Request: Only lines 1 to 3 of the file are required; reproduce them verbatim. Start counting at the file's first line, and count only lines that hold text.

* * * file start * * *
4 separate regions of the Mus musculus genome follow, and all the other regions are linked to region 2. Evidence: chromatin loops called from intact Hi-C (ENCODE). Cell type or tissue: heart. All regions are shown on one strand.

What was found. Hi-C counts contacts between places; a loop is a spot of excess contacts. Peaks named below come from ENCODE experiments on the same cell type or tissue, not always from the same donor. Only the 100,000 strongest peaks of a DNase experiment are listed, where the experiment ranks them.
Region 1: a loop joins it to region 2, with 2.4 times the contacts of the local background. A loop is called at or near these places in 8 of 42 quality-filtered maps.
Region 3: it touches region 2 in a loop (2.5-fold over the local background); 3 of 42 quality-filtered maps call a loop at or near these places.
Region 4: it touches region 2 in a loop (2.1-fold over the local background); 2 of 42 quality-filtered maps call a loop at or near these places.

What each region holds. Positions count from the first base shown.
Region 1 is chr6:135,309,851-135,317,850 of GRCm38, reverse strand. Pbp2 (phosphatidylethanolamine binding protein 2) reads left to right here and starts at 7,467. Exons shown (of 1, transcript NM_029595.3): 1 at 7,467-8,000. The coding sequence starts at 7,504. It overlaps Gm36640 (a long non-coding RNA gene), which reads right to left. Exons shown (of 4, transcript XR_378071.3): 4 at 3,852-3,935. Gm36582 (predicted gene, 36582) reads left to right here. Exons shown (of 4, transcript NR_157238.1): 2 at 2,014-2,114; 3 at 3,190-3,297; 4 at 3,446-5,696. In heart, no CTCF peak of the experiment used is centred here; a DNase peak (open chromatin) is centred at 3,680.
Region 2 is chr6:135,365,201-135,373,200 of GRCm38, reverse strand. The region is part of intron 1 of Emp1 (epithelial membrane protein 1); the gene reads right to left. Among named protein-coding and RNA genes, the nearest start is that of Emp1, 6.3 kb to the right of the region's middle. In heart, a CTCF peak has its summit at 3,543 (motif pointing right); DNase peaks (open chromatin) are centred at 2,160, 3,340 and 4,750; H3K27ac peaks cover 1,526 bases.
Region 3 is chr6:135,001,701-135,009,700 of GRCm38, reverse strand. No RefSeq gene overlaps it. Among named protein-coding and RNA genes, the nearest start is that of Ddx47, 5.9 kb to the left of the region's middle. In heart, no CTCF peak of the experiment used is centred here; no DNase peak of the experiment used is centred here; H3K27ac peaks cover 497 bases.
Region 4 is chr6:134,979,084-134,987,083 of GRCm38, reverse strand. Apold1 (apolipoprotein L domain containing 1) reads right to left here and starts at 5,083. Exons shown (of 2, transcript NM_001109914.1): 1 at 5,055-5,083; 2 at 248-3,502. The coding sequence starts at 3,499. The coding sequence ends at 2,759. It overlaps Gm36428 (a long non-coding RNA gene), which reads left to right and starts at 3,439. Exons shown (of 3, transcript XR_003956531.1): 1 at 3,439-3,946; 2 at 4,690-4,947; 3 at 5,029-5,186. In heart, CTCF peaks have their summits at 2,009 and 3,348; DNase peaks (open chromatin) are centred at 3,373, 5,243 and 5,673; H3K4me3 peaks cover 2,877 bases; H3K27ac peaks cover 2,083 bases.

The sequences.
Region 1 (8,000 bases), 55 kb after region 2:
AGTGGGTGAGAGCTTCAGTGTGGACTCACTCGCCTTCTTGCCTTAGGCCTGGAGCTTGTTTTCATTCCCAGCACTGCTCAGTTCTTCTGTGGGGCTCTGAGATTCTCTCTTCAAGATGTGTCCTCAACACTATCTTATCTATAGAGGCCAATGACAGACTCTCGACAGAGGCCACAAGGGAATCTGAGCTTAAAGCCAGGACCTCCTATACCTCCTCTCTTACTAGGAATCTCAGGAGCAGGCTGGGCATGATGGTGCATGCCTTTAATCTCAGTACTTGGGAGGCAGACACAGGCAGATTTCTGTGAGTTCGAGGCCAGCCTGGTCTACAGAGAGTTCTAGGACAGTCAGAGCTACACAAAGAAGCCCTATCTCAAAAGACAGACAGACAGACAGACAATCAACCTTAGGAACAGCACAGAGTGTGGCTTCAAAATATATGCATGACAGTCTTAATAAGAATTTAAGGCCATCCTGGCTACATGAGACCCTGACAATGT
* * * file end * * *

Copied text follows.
4 separate regions of the Mus musculus genome follow, and all the other regions are linked to region 2. Evidence: chromatin loops called from intact Hi-C (ENCODE). Cell type or tissue: heart. All regions are shown on one strand.

What was found. Hi-C counts contacts between places; a loop is a spot of excess contacts. Peaks named below come from ENCODE experiments on the same cell type or tissue, not always from the same donor. Only the 100,000 strongest peaks of a DNase experiment are listed, where the experiment ranks them.
Region 1: a loop joins it to region 2, with 2.4 times the contacts of the local background. A loop is called at or near these places in 8 of 42 quality-filtered maps.